State officials look to clarify eviction issues amid Covid-19 emergency
Tenants must still pay their rent, according to AG’s memo
After an emergency order barring the start of eviction proceedings during the Covid-19 crisis caused a wave of concern among landlords, state officials say tenants are still on the hook for their rent.
According to a memo issued April 3 by New Hampshire Attorney General Gordon MacDonald, Gov. Chris Sununu’s emergency order is meant to provide wiggle room so those who are struggling to come up with their rent payments during the crisis can delay them until the state of emergency is lifted. Once that happens, renters will still be required to pay what they owe in full.
In a news release the same day, Sununu also said his emergency order, issued March 17, does not entitle tenants to free rent. He urged tenants to do their best to continue paying as they normally would.
“We all have an obligation to be good neighbors and treat each other fairly, and this extends to both landlords and tenants,” Sununu said in the release. “I strongly encourage all tenants who have difficulty paying their rent to work with their landlord to develop a payment plan and pay what they can.”
Sununu said many of those who are having trouble paying their rent are eligible to receive unemployment benefits that would help their finances while the crisis is ongoing.
While evictions are put on hold by the governor’s order, New Hampshire attorney Brian Shaughnessy noted that “there are extreme situations where a landlord may be able to receive a temporary order from a court prohibiting a particular person from entering the building.”
Also, according to MacDonald’s memo, the order does not apply to evictions due to violations of the law or conditions in the lease.
Domestic violence cases
Prior to the governor’s emergency order, the New Hampshire Supreme Court issued an order on March 16 suspending all eviction hearings, but indicated that emergency petitions could still be filed.
These petitions are typically filed by a tenant when a landlord engages in a prohibited practice such as locking a tenant out without filing an eviction action and obtaining a court order. However, Shaughnessy points out that state law also prohibits a tenant from willfully denying other tenants their right to quiet enjoyment of their tenancies and a landlord is also permitted to file a petition under this law.
In domestic violence cases, according to attorney Elliot Berry of New Hampshire Legal Assistance, “The victim can get an order removing her abuser by filing a (domestic violence) petition in the circuit court, which are still taking these cases.”
Shaughnessy, who is president of the New Hampshire Bar Association’s Pro Bono program, issued a letter to his clients on April 2 that clarifies the emergency order and provides guidance for both landlords and tenants.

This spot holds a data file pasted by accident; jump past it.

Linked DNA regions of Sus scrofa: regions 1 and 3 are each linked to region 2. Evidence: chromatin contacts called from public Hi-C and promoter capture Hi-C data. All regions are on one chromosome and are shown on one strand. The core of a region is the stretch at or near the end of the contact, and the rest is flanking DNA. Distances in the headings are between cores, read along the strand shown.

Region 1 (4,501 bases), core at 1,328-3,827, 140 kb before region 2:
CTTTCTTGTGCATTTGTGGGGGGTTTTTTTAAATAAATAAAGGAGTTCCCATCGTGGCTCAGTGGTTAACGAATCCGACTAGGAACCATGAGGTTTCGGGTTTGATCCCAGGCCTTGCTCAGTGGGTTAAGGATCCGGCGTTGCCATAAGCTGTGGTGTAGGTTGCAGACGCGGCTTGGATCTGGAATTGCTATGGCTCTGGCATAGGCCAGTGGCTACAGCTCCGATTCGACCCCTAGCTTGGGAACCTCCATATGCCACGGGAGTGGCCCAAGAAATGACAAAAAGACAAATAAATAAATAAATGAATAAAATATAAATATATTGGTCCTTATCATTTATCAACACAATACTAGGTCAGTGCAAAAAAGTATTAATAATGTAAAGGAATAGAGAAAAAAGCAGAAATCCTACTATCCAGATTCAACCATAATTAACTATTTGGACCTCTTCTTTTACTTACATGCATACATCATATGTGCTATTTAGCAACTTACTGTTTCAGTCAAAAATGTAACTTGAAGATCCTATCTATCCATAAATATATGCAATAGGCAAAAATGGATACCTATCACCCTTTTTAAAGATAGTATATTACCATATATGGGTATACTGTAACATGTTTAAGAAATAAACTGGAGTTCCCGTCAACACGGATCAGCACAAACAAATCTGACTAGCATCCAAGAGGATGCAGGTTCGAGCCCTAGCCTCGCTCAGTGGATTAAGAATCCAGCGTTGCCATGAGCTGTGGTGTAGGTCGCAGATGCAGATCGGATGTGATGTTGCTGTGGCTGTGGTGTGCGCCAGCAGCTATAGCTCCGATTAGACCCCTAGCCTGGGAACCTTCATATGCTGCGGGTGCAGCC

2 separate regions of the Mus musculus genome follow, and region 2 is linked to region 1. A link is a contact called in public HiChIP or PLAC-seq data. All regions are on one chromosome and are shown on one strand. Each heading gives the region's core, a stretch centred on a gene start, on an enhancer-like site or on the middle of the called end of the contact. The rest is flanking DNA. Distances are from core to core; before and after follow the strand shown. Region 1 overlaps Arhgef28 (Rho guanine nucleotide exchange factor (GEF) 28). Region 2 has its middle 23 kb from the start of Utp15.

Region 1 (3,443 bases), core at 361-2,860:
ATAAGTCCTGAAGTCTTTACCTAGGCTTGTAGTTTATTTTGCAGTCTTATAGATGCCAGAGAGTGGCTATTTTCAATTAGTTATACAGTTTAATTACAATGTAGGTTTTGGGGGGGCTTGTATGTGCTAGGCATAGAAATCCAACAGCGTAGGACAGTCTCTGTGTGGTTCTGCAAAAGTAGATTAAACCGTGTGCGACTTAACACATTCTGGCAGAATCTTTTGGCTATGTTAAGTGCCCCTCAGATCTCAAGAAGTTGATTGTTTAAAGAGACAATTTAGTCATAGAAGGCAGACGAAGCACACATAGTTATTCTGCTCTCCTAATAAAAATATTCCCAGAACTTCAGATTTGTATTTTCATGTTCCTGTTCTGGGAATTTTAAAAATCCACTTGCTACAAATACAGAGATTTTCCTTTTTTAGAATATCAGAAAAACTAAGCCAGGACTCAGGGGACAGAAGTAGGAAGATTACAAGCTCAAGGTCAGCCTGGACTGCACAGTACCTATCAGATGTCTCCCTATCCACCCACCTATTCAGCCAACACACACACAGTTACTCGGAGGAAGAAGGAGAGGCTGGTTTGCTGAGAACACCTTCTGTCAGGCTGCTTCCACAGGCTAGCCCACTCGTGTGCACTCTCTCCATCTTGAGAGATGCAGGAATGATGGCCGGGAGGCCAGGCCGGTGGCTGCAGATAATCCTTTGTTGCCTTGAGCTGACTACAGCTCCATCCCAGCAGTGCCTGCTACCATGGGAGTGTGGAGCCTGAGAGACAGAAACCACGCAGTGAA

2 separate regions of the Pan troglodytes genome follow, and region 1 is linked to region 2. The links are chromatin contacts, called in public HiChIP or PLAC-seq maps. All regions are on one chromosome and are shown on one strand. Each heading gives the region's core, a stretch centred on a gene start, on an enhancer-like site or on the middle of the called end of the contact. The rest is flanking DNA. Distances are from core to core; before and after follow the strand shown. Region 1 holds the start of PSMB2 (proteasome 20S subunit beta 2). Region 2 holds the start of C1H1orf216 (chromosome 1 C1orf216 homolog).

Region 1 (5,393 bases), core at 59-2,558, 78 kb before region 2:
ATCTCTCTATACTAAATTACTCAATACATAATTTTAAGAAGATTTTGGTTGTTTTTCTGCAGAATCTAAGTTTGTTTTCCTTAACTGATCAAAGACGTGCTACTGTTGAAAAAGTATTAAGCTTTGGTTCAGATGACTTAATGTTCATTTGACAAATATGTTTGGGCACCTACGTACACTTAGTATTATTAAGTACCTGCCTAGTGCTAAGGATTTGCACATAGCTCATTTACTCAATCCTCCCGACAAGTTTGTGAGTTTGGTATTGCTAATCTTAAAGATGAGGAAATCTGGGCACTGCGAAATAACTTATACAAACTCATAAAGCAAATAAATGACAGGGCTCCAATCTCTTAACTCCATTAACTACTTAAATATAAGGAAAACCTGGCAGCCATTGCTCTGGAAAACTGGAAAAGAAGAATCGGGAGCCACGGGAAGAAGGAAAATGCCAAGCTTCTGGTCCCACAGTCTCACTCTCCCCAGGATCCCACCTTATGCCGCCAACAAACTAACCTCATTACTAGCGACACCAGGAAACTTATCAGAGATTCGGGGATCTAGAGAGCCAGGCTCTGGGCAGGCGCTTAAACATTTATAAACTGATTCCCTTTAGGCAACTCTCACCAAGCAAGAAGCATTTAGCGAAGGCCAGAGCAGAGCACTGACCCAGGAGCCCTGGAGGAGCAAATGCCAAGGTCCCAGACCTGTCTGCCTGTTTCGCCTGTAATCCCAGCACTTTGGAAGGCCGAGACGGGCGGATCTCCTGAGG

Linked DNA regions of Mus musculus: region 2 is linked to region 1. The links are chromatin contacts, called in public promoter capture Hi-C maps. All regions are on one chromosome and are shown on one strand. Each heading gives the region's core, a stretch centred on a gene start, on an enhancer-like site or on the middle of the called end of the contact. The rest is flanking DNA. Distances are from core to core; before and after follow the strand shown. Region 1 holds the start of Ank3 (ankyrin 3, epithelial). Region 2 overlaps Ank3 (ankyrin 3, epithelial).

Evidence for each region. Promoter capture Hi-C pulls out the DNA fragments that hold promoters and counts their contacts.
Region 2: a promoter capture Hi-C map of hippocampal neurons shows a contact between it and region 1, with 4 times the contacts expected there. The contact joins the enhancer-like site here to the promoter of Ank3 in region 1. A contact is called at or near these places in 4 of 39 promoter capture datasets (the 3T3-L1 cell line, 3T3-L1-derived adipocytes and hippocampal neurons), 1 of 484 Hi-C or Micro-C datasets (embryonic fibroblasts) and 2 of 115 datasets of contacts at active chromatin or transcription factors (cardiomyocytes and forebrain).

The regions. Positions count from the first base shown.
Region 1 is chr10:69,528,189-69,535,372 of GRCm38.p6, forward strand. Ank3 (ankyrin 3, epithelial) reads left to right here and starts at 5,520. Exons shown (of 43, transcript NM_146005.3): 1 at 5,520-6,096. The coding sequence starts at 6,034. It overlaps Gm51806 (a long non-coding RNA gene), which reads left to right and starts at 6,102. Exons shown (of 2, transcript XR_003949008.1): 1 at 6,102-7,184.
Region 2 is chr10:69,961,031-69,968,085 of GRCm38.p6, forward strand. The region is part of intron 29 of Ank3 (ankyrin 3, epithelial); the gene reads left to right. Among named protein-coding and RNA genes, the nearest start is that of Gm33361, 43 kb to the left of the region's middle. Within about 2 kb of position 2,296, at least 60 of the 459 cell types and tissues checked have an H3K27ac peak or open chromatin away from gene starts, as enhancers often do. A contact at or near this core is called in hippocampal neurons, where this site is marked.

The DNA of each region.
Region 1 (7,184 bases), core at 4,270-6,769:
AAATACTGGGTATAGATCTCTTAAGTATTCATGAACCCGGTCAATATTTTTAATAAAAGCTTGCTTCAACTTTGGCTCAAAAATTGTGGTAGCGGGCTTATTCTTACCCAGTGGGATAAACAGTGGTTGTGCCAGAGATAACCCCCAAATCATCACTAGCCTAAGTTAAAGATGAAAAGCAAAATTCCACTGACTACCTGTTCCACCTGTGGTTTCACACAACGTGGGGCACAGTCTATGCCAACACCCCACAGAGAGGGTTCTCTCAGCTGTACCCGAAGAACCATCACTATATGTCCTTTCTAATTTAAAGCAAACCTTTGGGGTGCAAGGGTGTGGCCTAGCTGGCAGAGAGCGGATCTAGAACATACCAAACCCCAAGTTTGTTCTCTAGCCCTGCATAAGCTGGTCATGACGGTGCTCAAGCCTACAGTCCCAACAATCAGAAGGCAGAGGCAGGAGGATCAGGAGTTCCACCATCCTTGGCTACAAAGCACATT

In the letter Shaughnessy writes:
“While there are many plans being discussed that may provide financial assistance for rent and mortgage payments, this emergency order does not remove the tenant’s obligation to pay rent, it only suspends a landlord’s ability to start an eviction during the state of emergency.
“ … We anticipate that some tenants may need to arrange payment plans, or otherwise wait until some Government assistance is made available in order to make the required rental payments. We are willing to work with our tenants in order to get through this unprecedented emergency and are asking for our tenants to cooperate with us in good faith as we all get through this together.”
Landlords, according to Shaughnessy, will be able to demand any back rent they have accumulated after the order expires. New Hampshire law, he said, allows a landlord to proceed with an eviction if the demanded rent is not paid within seven days.
“Whether a landlord chooses to start the eviction process right away, or work with the tenant through a payment plan, will depend on many factors,” Shaughnessy said, “including the amount of the back rent owed, and the good faith efforts made by the tenant to keep current or enter into payment plans with the landlord.”
Questions about landlord-tenant issues have produced a steady number of calls about the current legal uncertainties and questions that people in the Granite State are having. They are currently being handled by New Hampshire Legal Assistance, the Legal Advice Referral Center and the Pro Bono Program. Qualified lower income residents can ask questions on Free Legal Answers, which will be answered by Pro Bono attorneys at nh.freelegalanswers.org.
This article is being shared by partners in The Granite State News Collaborative. For more information visit collaborativenh.org.